A hundred years ago today, a boy was born in Winterswijk, Gelderland. His parents, Gerrit Jan Hoitink and Willemina Berendina van Nijkerken, had just been married the year before. They named their son Hendrik, after Gerrit Jan’s father, as was the local tradition. Informally, they called him Henk. Henk Hoitink was my grandfather.
Henk grew up in the village of Winterswijk, where his father worked for the railroad as a shunter. Winterswijk was an important railroad hub in those days, with multiple stations owned by different railroad companies. From Winterswijk, you could take the train to Zutphen, Arnhem or even Germany. The family lived first at the Berkenstraat but later at the Vredenseweg 97, at the eastern edge of the village. Unusually for that time and place, Henk remained an only child. He went to school O, where he joined the bowling club.
He met Wilhelmina (Mien) Woordes, a farmer’s daughter from the neighborhood of Woold. Her parents’ farm was just outside the village. It was unusual for a village boy to marry a farmer’s daughter. But Mien had a brother who had a radio store, “Radio Woordes,” which he started at his parents’ farm and then moved into the village. Henk was keenly interested in all things electric and was training to be an electrician. He probably met Mien through her brother.
Henk and Mien started dating around 1934. Grandpa told me that that was also the year he got his driver’s license. He told me how he had to go to Groenlo to take his driving exam, about 10 kilometers (6 miles) from Winterswijk. When he arrived, the examiner asked him how he had got there. “I drove,” replied grandpa. “How did that go?” “Pretty well.” “Good enough for me, here you go,” and the examiner gave him his license. I did not ask whose car he was driving, as his parents would have been too poor to have one. Perhaps it was his employer’s car.
First, Henk had to serve in the military. He served in a radio company at Camp Zeist. The photos of his service time show they did not just practice fighting, but had some fun too.
In 1938, Henk and Mien got engaged. Back then, it was customary to be engaged for a couple of years so they could save some money and the girl could work on her trousseau. Then World War II broke out and disrupted their plans. I’ve been told that Henk went into hiding on Mien’s parents’ farm, so he would not have to go to Germany as a forced laborer.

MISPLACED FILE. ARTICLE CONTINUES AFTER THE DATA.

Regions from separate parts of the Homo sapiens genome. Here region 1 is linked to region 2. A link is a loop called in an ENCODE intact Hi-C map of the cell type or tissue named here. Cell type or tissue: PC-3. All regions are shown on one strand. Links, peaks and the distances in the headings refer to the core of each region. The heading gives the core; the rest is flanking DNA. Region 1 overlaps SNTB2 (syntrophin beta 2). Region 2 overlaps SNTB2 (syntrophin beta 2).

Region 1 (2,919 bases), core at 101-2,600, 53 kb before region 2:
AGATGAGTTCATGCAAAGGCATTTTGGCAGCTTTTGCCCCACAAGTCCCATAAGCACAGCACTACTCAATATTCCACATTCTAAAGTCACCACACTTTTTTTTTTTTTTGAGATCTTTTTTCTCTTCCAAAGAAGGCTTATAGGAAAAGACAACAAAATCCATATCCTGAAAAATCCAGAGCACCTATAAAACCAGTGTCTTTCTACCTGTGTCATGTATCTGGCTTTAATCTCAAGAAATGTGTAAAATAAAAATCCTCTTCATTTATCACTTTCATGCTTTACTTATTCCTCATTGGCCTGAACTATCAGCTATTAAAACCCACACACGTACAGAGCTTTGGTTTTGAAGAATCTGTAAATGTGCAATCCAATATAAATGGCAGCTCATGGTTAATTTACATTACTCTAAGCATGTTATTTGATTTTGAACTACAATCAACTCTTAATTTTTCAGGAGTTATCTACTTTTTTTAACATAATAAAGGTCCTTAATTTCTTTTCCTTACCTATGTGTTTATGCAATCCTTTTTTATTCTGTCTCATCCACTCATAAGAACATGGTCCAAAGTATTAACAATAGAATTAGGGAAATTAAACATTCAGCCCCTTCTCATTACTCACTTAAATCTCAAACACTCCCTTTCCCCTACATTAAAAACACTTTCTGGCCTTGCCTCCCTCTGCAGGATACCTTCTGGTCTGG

Then, in 1942, tragedy struck. At the railway depot, Henk’s father Gerrit Jan Hoitink was run over by a train, cutting off both his legs. He was taken to the hospital but it was too late. He died the same day.
Henk was now the sole caretaker of his widowed mother, which probably made him exempt from having to work in Germany. He married Mien six months later, as soon as the mourning period was over. Mien moved in with her husband and mother-in-law.
In 1944 and 1946, two sons joined the family. Henk worked as an electrician in a textile factory. Cheap cotton from India was flooding the market and the textile industry in Winterswijk was in decline. They decided to try their luck in Almelo, Overijssel, where the Nijverdal Ten Kate textile factory was still going strong. Henk got a job there as an electrician and also joined the corporate fire brigade. He would work there until his retirement in 1979.
In Almelo, their third son, Dinant, was born in 1955. Unfortunately, it was a complicated birth and Dinant was deprived of oxygen. He was severely mentally handicapped and suffered from epilepsy. His mental faculties never developed beyond the stage of a one-year-old. He was able to walk but not able to talk. When you put a plate in front of him and gave him a spoon, he would mechanically feed himself, but for most other things he was dependent on the care of others.